The world of journalism recently suffered a great loss with the passing of veteran 60-Minutes broadcaster Mike Wallace. Known for his gruff demeanor and tough interview style, his name could strike fear into the heart of anyone who had ever served in the role of company spokesperson. Thanks to his reputation as a relentless interviewer, Wallace is no doubt partially responsible for the reluctance of many communications professionals even today to take on the role of media spokesperson. For those old enough to remember footage of Wallace cornering a company executive outside corporate headquarters with a camera and an accusatory question, it is no small wonder that many people are fearful of talking with a journalist.
Yet, talking to reporters does not have to be a source of anxiety. Media interviews represent a terrific opportunity for individuals and organizations to get their messages out to the public. As a conduit for our clients’ messages, reporters will always play a critical role in the public relations business. That is why it is so important that we make sure our clients are fully prepared to take on the role as a media spokesperson. And if talking to a reporter causes a client to break out into a cold sweat, it is our job as professional communicators to eliminate that fear. We do that through media training.
Not surprisingly, few people actually enjoy the experience of media training. Some actively resist. Others take the passive aggressive no-time-in-their busy-schedule approach. Still others reluctantly agree, only to suffer anxiety attacks in the days leading up to the session. Yet media training is the single best way to prepare for working with the media.
Spokesperson training boils down to three simple things: preparation, planning and practice. The purpose of training, whether through a formal session with cameras rolling, or an informal Q&A over the phone, is to show potential spokespeople how to prepare by anticipating the way an interview may unfold, to plan in advance how to most effectively handle challenging questions, and to practice delivering their key points.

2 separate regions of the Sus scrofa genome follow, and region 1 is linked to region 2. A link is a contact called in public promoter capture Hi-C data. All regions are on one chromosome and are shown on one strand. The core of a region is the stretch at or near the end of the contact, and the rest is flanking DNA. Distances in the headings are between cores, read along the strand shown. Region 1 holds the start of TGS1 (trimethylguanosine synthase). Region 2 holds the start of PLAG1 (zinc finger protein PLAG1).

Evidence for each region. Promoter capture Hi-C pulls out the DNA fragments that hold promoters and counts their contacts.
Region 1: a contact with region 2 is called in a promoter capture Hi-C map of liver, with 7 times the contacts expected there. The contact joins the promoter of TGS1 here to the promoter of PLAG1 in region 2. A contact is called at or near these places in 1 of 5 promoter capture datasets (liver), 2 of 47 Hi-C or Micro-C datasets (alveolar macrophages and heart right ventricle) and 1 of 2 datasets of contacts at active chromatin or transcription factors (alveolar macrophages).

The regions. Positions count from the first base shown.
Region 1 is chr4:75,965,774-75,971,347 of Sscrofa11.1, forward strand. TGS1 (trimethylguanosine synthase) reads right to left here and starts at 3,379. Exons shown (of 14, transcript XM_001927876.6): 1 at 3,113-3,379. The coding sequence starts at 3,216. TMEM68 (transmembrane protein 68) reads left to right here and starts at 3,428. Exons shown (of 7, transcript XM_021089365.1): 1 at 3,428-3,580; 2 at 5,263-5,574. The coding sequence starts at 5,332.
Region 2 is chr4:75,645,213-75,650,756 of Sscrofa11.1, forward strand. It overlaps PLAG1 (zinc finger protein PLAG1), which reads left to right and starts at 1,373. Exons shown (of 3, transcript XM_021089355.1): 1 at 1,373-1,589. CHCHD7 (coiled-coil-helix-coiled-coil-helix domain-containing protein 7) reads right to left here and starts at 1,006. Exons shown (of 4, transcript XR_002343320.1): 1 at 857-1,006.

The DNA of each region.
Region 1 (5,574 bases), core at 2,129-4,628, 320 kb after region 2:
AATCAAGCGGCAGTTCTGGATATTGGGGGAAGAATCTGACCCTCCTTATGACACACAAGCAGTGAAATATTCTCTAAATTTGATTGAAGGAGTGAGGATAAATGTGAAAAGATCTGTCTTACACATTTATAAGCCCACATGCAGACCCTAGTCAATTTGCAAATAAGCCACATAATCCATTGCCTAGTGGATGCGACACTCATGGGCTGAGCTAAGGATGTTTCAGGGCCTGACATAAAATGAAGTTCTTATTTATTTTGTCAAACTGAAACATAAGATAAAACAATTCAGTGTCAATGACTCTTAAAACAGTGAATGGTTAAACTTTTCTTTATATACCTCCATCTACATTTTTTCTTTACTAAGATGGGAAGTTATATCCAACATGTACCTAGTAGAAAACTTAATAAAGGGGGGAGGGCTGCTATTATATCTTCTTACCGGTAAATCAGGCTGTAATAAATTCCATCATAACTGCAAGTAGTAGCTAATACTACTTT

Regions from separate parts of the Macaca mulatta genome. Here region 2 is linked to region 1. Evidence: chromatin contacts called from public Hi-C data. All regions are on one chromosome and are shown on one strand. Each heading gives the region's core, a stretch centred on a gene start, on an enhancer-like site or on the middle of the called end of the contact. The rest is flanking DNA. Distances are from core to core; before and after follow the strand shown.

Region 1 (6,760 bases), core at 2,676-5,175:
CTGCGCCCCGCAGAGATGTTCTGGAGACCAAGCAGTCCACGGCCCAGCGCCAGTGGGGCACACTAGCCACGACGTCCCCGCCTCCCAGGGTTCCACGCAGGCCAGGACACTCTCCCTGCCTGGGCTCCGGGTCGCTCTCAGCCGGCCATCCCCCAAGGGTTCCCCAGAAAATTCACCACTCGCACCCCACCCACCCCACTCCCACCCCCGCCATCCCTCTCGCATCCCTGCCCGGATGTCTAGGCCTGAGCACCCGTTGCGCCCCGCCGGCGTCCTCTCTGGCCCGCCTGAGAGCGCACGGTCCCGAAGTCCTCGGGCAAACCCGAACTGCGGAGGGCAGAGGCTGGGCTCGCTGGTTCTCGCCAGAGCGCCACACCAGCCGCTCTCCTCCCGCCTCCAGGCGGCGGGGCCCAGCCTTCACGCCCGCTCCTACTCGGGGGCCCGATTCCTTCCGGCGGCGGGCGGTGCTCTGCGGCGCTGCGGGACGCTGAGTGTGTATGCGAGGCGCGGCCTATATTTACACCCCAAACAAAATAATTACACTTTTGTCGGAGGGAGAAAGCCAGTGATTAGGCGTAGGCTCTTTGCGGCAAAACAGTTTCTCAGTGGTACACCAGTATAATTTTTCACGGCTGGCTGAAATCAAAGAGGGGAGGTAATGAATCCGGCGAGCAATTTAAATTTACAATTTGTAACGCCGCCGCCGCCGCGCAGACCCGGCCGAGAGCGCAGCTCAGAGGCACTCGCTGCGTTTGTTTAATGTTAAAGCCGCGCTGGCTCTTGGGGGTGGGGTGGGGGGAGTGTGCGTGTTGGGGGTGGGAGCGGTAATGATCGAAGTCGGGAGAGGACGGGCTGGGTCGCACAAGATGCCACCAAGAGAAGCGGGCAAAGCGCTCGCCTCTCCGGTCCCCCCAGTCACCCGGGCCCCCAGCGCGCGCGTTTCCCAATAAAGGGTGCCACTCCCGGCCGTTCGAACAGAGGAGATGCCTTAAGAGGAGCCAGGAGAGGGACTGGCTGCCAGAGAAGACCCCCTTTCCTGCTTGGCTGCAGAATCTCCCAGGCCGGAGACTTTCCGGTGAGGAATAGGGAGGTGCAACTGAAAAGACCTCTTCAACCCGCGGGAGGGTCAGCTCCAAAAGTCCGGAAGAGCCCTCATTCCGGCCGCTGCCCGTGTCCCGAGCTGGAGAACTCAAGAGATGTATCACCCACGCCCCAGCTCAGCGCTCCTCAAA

The most effective media training is designed to simulate a real life exchange between two individuals with sometimes very different agendas. The reporter, whose goal is to prepare a piece that supports his/her basic story premise; and the spokesperson, who has a very specific point to get across that may or may not mesh with the reporter’s objective. Simply rehearsing key message points is always good practice, but the real value of a media training session comes from having a direct interaction with another person who will actively challenge you. In real life, it is the reporter who is the source of that challenge; in media training, it is the trainer who does the challenging, oftentimes with much greater intensity than a real reporter.
The intensity of the exchange is what helps prepare the spokesperson for even the most difficult of interview sessions. Media training sessions represent a concentrated form of preparation that puts the spokesperson into situations specifically designed to mimic real-life interviews. Through a series of mock interviews that typically include softball questions, hardball questions, and totally out-of-left-field questions, the trainee gains a sense of what he or she may encounter, as well as how to maintain focus. That preparation and practice, in turn, serves to provide a real psychological boost in the form of confidence that stems from learning how to successfully handle an interview situation.
The knowledge of what to expect, along with the preparation and practice that media training provides, increases a spokesperson’s sense of control during an interview. Along with that increased control comes less anxiety and greater confidence. The combination of preparation, control, and relaxed confidence – achieved through media training – can turn the reluctant spokesperson into a great spokesperson who thrives in even the toughest media interviews. Even if the interviewer turns out to be the next Mike Wallace.